MK: Civil society has been doing a lot to bring governance issues to the attention of African countries. At the Forum, we have written to the Dean of African ambassadors here in Zimbabwe, seeking an audience and trying and present documents, but unfortunately, they have not been forthcoming.
The problem that we have seen with African governance is that they have not been keen to say things as they are. They tend to be very diplomatic with their language and approach. Very few African countries on Wednesday spoke directly about issues that are on the ground. Kenya is a good example. It joined other countries outside Africa and spoke about torture, false disappearances and made recommendations around that. But a couple of other African countries spoke about what we would see as soft issues such as child marriages, gender-based violence, domestic violence, health, and education.
There are very important rights, but these are seen to be less controversial compared to civil, political, judicial interference, human rights defenders, and torture. The reality is that we have a lot of work to do as a civil society. We urge African governments to pay attention. I don’t think it serves us any good for us to cover up for each other as African countries. Our problems nowadays are transboundary, cross-boundary.
If Zimbabwe’s human rights record is bad, it is going to affect South Africa, Botswana, Zambia, not just socially, but economically. We now have migration issues in South Africa because of problems in Zimbabwe, for example. We hope African governments will become sincere and stop this brotherhood in the oppression of human rights.
ND: Some African countries raised concern that the Western world imposed sanctions on Zimbabwe, thus depriving citizens of their right to enjoy socio-economic rights, what is your comment on that?
MK: It is not many countries that spoke about that, I think they were very few countries including Iran, China, and one or two countries from Africa. The government of Zimbabwe used sanctions as a finger to hide behind. The minister gave three explanations on why Zimbabwe may not have really performed in terms of human rights.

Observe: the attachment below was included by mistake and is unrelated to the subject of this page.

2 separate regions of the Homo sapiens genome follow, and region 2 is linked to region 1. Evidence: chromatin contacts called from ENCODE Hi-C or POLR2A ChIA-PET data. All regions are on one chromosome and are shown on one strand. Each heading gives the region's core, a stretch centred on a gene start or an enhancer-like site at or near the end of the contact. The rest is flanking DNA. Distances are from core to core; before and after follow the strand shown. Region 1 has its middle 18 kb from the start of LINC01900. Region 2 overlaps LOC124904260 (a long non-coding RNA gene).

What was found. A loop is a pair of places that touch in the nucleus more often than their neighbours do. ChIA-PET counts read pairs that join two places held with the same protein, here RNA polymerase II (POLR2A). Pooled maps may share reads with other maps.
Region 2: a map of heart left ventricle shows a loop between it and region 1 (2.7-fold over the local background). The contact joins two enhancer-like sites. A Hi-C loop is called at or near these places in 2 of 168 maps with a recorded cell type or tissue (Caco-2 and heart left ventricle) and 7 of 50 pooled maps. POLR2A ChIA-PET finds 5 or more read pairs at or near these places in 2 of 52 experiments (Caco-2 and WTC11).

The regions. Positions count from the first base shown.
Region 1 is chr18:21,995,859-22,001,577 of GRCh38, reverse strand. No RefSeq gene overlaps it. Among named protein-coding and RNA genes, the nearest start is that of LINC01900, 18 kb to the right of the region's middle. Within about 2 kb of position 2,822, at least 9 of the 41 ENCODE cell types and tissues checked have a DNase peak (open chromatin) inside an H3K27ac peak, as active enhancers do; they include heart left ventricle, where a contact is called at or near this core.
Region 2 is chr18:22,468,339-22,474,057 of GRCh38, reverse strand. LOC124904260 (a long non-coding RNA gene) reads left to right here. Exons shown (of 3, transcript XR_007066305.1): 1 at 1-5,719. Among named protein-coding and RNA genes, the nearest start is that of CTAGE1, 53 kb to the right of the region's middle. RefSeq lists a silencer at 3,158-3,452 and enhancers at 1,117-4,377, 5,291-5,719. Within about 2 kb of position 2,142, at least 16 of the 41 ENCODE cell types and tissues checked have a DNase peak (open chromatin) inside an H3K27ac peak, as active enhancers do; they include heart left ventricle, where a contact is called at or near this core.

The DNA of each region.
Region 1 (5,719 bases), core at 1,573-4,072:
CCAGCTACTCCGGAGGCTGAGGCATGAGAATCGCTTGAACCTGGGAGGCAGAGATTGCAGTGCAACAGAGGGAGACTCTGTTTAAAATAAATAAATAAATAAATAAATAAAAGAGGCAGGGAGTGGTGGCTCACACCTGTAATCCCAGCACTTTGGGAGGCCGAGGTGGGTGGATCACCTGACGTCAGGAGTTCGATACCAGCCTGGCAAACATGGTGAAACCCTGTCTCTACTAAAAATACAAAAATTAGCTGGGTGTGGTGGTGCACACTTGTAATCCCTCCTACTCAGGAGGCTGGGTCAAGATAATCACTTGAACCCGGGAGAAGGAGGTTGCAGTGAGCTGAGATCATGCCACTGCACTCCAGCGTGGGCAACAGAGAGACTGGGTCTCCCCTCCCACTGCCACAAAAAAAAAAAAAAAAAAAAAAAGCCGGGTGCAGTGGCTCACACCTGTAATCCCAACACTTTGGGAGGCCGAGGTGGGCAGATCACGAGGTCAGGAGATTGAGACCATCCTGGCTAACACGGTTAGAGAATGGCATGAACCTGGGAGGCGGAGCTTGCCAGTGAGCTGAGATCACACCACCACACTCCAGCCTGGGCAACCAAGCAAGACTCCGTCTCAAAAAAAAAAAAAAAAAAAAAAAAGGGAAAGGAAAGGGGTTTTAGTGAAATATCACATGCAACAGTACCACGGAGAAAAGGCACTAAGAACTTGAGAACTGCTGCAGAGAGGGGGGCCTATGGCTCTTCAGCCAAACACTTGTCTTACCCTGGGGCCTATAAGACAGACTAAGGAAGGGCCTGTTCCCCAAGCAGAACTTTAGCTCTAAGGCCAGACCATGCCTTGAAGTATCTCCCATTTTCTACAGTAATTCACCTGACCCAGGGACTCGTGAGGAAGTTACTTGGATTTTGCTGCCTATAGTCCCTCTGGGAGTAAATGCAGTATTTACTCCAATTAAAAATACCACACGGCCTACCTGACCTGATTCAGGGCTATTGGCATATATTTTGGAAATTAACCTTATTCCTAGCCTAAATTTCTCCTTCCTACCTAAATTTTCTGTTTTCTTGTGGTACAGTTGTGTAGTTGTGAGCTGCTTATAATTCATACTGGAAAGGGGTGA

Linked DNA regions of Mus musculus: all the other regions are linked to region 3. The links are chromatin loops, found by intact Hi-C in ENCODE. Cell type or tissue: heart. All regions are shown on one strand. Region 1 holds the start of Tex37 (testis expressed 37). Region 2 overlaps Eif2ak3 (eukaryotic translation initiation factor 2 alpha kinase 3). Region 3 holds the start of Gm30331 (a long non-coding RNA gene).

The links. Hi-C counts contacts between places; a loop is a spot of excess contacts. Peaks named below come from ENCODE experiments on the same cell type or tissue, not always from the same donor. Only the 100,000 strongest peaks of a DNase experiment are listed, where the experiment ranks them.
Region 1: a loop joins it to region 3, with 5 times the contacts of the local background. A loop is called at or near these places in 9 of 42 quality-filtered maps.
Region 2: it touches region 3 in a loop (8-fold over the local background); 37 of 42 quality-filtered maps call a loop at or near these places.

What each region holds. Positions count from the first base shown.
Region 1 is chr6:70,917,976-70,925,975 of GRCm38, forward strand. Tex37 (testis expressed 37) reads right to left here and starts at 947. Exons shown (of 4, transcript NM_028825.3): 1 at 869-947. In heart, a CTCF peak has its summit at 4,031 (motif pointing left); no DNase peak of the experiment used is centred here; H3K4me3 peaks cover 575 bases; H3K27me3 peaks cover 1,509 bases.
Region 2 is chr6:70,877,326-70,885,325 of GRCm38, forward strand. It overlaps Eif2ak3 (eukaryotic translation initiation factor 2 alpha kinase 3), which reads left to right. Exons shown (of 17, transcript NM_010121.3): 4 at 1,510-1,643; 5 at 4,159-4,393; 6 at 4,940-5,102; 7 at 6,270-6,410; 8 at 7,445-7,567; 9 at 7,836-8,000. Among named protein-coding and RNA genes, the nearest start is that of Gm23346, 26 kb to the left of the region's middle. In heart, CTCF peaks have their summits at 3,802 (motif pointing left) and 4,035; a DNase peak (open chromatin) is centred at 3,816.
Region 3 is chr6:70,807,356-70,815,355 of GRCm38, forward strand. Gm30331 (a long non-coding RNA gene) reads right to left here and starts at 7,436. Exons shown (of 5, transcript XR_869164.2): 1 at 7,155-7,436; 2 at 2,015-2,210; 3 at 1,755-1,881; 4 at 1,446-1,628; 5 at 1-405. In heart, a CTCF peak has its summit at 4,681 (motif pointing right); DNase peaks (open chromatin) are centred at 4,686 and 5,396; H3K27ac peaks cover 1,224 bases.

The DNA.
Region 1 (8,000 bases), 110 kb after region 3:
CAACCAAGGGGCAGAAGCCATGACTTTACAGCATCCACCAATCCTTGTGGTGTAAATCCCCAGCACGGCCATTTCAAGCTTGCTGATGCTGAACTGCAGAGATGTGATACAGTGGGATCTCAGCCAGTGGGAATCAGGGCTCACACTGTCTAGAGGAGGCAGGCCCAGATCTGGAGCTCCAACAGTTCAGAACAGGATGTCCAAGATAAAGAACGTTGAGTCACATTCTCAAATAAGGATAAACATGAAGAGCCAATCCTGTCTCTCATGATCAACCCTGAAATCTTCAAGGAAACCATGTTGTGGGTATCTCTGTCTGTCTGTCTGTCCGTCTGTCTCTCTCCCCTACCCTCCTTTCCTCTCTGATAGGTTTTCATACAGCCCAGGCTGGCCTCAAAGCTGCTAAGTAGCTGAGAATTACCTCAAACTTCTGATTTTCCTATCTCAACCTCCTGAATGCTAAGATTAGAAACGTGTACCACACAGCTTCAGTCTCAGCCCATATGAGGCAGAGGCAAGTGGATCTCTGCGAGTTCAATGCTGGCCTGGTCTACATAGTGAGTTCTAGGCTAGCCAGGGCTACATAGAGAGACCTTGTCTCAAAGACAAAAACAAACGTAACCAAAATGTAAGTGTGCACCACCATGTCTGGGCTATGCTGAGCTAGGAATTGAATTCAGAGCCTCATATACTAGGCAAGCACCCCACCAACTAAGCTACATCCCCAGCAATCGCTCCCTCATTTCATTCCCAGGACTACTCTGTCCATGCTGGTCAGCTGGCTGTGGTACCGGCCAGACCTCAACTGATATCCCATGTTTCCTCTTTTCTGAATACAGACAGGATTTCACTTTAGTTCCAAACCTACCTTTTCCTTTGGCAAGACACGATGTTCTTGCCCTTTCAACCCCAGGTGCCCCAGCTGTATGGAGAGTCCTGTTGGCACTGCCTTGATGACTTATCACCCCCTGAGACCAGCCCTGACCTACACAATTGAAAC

First, the impact of COVID-19, second, the impact of climate change, and lastly, sanctions. So, sanctions appeared as the justification for Zimbabwe, the reality on the ground is, most human rights violations in Zimbabwe have nothing to do with sanctions. Correcting the human rights violations in Zimbabwe is not dependent on money.
You don’t need to have sanctions removed to stop the abuse of human rights, to stop interfering with the Judiciary, nor to make logical decisions around whether schools should open or not. The use of sanctions to hold government to account is more of a political issue than it is a real substantive issue.
ND: What are your expectations on the recommendations that will be adopted today and how do you think Zimbabwe should carry over from there?
MK: We are expecting that government will accept all the recommendations put by the member States. We are not expecting government to cherry-pick which recommendations to accept. Many of these recommendations are not new, they have been there for the last two reviews, and they keep coming. If we don’t accept and act on these recommendations, we remain painted dark in the global arena because of our human rights record. We can’t keep having the same issues coming up repeatedly. We can’t go into the UPR fourth cycle still having the same issues raised during the first cycle.
We are expecting the international community, the UN, the African Union, and Sadc to take a stronger stance on Zimbabwe to ensure that the government meets its responsibilities. If there are human rights problems in Zimbabwe, the region suffers. But if we have respect for human rights across the board, we can limit the kind of issues we would face as a region. We are hoping that these recommendations will be taken seriously by the government of Zimbabwe. As a civil society, we will not stop on our constitutional duty of putting government to account.